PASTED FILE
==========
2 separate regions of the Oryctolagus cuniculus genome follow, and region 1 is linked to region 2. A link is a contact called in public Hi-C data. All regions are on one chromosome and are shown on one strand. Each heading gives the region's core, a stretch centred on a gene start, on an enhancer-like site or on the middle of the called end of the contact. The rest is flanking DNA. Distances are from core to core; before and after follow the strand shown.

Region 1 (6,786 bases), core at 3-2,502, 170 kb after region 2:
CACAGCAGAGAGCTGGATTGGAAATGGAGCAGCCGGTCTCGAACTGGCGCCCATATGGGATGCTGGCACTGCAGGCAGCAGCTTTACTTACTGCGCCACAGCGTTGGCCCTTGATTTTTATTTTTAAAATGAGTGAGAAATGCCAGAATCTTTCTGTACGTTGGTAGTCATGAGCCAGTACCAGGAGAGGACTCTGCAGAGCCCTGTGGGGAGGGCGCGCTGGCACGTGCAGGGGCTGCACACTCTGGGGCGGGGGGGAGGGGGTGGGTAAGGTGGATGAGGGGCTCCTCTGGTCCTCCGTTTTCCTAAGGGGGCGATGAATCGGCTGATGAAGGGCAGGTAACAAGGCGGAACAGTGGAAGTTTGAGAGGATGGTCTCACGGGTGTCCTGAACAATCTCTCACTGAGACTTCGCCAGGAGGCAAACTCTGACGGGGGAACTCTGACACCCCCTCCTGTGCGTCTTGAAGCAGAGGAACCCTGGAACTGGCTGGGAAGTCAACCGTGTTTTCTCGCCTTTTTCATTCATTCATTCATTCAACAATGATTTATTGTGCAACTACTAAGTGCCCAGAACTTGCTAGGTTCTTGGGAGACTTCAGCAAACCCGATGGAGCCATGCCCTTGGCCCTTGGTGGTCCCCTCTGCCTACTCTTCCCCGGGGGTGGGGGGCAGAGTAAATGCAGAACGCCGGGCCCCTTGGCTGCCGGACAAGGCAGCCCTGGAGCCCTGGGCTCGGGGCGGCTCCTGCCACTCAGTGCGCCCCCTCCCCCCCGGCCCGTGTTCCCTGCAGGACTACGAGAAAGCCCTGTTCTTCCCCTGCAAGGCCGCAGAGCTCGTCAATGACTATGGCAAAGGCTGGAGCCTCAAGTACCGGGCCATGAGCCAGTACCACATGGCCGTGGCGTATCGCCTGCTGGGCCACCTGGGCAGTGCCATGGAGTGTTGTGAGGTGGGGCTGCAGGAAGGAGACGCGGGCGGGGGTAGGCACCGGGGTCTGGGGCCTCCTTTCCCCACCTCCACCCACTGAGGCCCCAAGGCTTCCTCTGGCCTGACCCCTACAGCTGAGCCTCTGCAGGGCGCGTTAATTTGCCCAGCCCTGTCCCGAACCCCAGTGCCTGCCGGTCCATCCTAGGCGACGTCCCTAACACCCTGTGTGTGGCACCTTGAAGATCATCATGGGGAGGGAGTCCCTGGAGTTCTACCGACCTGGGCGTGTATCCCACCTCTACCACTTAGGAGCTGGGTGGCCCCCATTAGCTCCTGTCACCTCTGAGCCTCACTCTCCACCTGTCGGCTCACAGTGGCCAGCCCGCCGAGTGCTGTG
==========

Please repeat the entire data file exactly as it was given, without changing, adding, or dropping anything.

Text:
2 separate regions of the Oryctolagus cuniculus genome follow, and region 1 is linked to region 2. A link is a contact called in public Hi-C data. All regions are on one chromosome and are shown on one strand. Each heading gives the region's core, a stretch centred on a gene start, on an enhancer-like site or on the middle of the called end of the contact. The rest is flanking DNA. Distances are from core to core; before and after follow the strand shown.

Region 1 (6,786 bases), core at 3-2,502, 170 kb after region 2:
CACAGCAGAGAGCTGGATTGGAAATGGAGCAGCCGGTCTCGAACTGGCGCCCATATGGGATGCTGGCACTGCAGGCAGCAGCTTTACTTACTGCGCCACAGCGTTGGCCCTTGATTTTTATTTTTAAAATGAGTGAGAAATGCCAGAATCTTTCTGTACGTTGGTAGTCATGAGCCAGTACCAGGAGAGGACTCTGCAGAGCCCTGTGGGGAGGGCGCGCTGGCACGTGCAGGGGCTGCACACTCTGGGGCGGGGGGGAGGGGGTGGGTAAGGTGGATGAGGGGCTCCTCTGGTCCTCCGTTTTCCTAAGGGGGCGATGAATCGGCTGATGAAGGGCAGGTAACAAGGCGGAACAGTGGAAGTTTGAGAGGATGGTCTCACGGGTGTCCTGAACAATCTCTCACTGAGACTTCGCCAGGAGGCAAACTCTGACGGGGGAACTCTGACACCCCCTCCTGTGCGTCTTGAAGCAGAGGAACCCTGGAACTGGCTGGGAAGTCAACCGTGTTTTCTCGCCTTTTTCATTCATTCATTCATTCAACAATGATTTATTGTGCAACTACTAAGTGCCCAGAACTTGCTAGGTTCTTGGGAGACTTCAGCAAACCCGATGGAGCCATGCCCTTGGCCCTTGGTGGTCCCCTCTGCCTACTCTTCCCCGGGGGTGGGGGGCAGAGTAAATGCAGAACGCCGGGCCCCTTGGCTGCCGGACAAGGCAGCCCTGGAGCCCTGGGCTCGGGGCGGCTCCTGCCACTCAGTGCGCCCCCTCCCCCCCGGCCCGTGTTCCCTGCAGGACTACGAGAAAGCCCTGTTCTTCCCCTGCAAGGCCGCAGAGCTCGTCAATGACTATGGCAAAGGCTGGAGCCTCAAGTACCGGGCCATGAGCCAGTACCACATGGCCGTGGCGTATCGCCTGCTGGGCCACCTGGGCAGTGCCATGGAGTGTTGTGAGGTGGGGCTGCAGGAAGGAGACGCGGGCGGGGGTAGGCACCGGGGTCTGGGGCCTCCTTTCCCCACCTCCACCCACTGAGGCCCCAAGGCTTCCTCTGGCCTGACCCCTACAGCTGAGCCTCTGCAGGGCGCGTTAATTTGCCCAGCCCTGTCCCGAACCCCAGTGCCTGCCGGTCCATCCTAGGCGACGTCCCTAACACCCTGTGTGTGGCACCTTGAAGATCATCATGGGGAGGGAGTCCCTGGAGTTCTACCGACCTGGGCGTGTATCCCACCTCTACCACTTAGGAGCTGGGTGGCCCCCATTAGCTCCTGTCACCTCTGAGCCTCACTCTCCACCTGTCGGCTCACAGTGGCCAGCCCGCCGAGTGCTGTG